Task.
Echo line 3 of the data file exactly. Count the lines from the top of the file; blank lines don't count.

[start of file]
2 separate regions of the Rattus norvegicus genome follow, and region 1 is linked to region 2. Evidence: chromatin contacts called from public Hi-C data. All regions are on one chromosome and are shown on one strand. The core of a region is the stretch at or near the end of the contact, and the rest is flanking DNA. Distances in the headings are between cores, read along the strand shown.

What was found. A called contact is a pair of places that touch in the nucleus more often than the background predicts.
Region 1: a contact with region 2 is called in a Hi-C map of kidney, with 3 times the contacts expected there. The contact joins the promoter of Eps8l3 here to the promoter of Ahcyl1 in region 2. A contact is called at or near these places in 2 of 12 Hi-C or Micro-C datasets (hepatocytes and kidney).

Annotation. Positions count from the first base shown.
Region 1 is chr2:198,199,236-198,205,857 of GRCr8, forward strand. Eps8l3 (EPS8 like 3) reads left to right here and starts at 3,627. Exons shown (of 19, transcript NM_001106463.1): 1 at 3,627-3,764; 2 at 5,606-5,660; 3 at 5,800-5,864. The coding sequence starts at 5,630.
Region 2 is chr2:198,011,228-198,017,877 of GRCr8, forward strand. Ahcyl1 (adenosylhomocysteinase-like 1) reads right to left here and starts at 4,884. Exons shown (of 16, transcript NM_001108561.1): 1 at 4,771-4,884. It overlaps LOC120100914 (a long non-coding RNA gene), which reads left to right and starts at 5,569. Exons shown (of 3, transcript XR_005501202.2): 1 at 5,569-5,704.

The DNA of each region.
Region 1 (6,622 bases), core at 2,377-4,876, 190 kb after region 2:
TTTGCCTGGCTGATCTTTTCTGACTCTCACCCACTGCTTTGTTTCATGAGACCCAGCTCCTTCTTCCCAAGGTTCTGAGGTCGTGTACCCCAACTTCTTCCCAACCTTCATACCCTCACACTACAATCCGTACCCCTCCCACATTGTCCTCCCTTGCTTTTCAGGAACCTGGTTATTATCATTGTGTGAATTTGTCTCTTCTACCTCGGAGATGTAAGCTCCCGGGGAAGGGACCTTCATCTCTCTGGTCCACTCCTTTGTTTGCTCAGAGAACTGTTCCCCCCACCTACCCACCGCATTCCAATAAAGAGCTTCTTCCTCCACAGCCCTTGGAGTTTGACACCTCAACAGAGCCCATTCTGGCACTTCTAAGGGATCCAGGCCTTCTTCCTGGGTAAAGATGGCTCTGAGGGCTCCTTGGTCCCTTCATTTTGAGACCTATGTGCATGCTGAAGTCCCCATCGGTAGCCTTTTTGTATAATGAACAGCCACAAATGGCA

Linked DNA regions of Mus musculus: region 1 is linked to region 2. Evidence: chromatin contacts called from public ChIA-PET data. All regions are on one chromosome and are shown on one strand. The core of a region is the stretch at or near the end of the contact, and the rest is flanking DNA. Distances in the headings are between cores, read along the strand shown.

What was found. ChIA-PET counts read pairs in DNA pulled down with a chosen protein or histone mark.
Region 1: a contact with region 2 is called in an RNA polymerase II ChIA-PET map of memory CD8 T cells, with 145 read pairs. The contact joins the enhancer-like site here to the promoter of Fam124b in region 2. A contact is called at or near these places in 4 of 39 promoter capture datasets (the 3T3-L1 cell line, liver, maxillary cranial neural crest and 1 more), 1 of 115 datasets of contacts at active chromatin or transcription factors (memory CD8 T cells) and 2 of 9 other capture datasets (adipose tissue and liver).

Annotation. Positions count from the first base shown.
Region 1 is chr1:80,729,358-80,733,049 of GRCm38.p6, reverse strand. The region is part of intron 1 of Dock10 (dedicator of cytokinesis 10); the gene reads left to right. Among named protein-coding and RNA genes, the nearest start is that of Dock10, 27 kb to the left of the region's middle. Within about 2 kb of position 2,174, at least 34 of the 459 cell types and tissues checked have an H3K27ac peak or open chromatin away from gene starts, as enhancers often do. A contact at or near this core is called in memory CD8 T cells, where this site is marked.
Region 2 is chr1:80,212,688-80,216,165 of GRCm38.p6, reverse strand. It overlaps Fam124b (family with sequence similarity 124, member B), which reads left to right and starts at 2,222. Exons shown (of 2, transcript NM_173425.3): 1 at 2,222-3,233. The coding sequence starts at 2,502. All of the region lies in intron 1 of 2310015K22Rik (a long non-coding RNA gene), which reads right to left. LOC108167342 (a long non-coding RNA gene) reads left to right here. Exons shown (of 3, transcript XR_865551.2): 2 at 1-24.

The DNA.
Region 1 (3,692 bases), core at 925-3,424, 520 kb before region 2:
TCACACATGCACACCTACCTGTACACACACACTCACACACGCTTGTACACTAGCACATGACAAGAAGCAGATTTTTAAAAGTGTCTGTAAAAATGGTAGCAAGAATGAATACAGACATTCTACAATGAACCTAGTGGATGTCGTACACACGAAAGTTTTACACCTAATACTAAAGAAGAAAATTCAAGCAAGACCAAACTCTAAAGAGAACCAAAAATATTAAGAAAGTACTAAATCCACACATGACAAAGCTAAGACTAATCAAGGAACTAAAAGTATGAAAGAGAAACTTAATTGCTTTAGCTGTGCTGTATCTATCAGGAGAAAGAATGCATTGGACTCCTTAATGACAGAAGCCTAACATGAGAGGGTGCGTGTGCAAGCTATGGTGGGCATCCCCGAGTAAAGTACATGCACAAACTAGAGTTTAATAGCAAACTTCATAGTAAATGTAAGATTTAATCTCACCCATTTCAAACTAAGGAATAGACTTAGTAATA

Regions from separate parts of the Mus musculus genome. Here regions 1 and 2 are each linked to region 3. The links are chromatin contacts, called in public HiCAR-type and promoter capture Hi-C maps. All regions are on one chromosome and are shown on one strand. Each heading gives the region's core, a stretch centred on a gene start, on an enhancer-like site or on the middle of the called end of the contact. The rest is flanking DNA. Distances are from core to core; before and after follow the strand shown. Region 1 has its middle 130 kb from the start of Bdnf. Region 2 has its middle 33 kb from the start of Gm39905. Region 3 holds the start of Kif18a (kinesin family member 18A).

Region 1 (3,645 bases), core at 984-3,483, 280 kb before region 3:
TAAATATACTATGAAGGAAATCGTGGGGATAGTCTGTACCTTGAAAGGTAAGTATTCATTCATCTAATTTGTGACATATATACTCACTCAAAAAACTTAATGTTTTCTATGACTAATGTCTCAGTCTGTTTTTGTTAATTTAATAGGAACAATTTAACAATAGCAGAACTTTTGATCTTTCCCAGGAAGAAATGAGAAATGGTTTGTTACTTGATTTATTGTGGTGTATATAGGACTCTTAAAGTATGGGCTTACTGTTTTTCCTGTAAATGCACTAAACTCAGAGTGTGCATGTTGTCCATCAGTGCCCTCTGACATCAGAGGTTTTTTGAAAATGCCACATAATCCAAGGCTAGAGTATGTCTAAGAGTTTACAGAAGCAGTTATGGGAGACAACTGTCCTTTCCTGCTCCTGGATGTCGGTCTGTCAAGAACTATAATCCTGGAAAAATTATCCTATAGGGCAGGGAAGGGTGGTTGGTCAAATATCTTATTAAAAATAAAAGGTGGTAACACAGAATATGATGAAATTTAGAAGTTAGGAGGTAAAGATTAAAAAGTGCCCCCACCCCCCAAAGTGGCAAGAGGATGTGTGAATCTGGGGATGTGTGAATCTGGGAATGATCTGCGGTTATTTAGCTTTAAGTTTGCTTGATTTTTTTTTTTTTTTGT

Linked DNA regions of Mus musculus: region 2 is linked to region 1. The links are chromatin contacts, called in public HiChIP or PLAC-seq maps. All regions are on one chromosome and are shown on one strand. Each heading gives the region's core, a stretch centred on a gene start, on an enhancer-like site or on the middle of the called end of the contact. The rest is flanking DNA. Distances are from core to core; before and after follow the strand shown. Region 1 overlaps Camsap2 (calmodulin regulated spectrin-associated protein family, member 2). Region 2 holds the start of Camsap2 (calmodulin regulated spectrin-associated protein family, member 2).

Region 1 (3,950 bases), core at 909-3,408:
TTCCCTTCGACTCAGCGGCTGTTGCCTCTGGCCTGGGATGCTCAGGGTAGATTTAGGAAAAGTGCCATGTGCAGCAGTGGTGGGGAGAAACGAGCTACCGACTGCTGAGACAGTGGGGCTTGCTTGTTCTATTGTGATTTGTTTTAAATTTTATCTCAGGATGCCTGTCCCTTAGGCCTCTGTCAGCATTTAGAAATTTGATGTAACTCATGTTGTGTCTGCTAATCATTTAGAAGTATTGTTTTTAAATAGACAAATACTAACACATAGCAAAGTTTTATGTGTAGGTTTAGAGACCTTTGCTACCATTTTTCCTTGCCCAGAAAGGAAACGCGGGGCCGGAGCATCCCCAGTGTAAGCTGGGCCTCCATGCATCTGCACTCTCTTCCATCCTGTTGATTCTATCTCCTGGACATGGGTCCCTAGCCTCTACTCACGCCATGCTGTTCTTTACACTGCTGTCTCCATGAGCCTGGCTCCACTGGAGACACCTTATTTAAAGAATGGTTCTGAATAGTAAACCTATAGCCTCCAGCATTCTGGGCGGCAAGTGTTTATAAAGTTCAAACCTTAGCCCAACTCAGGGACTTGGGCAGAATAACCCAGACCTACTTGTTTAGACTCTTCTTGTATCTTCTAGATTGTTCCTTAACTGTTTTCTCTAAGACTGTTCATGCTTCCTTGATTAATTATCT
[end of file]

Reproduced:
Region 1: a contact with region 2 is called in a Hi-C map of kidney, with 3 times the contacts expected there. The contact joins the promoter of Eps8l3 here to the promoter of Ahcyl1 in region 2. A contact is called at or near these places in 2 of 12 Hi-C or Micro-C datasets (hepatocytes and kidney).